2
$\begingroup$

This question already has an answer here:

In my dataset, I have 2 labels, positive and negative. Most samples belong to only one class, either positive or negative. A small fraction of samples take both labels i.e. both positive and negative. Thus, making it a multi-label classification problem. Usually, this could be solved in many different ways including problem transformation or using multi-label classifiers. My question is, can I consider the samples that take both labels as a third class and consider this as a multi-class classification problem with 3 classes?

As far as I understand, this method is not preferred in multi-label classification scenarios where the no. of individual labels is large. That is, if $n$ is the no. individual labels, then a sample could take any of the $2^n-1$ combination of labels. Hence for large $n$, opting for a multi-class classification (with $2^n-1$ classes) could be a bad idea. But, in my case $n=2$, which is a trivial case. Hence, I am considering multi-class classification as an option. Please advise on this and let me know if I am right. Also, if possible please point to literature where such trivial case of multi-label classification problems are dealt with.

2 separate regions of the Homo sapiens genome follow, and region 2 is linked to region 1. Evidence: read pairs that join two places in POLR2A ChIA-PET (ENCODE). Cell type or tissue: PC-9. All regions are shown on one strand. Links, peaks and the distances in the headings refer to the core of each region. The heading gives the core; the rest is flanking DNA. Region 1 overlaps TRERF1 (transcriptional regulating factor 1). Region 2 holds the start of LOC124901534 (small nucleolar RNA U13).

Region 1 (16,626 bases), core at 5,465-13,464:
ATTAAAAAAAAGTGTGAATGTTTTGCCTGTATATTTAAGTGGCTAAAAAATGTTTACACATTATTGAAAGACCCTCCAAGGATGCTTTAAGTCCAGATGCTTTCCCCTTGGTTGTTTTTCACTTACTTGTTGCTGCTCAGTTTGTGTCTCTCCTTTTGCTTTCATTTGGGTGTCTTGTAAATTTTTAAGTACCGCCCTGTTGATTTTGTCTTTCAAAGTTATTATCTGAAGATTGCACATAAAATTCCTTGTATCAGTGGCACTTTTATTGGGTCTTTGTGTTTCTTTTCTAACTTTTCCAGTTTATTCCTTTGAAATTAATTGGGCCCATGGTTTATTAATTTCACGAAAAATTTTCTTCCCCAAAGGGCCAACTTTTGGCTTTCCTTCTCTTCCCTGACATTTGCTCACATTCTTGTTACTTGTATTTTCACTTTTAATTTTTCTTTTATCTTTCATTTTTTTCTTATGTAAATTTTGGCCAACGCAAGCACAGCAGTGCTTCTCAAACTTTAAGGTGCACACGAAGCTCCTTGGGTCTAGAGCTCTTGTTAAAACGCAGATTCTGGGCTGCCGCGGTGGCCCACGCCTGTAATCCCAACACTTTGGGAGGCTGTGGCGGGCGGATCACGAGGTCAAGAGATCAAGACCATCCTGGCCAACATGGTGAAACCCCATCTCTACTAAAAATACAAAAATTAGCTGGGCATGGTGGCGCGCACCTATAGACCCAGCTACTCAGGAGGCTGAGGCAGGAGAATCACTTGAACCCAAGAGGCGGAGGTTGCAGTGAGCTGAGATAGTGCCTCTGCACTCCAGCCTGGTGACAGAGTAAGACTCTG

$\endgroup$

marked as duplicate by Tom Minka, Andy, gung, kjetil b halvorsen, whuber Dec 3 '14 at 16:16

This question has been asked before and already has an answer. If those answers do not fully address your question, please ask a new question.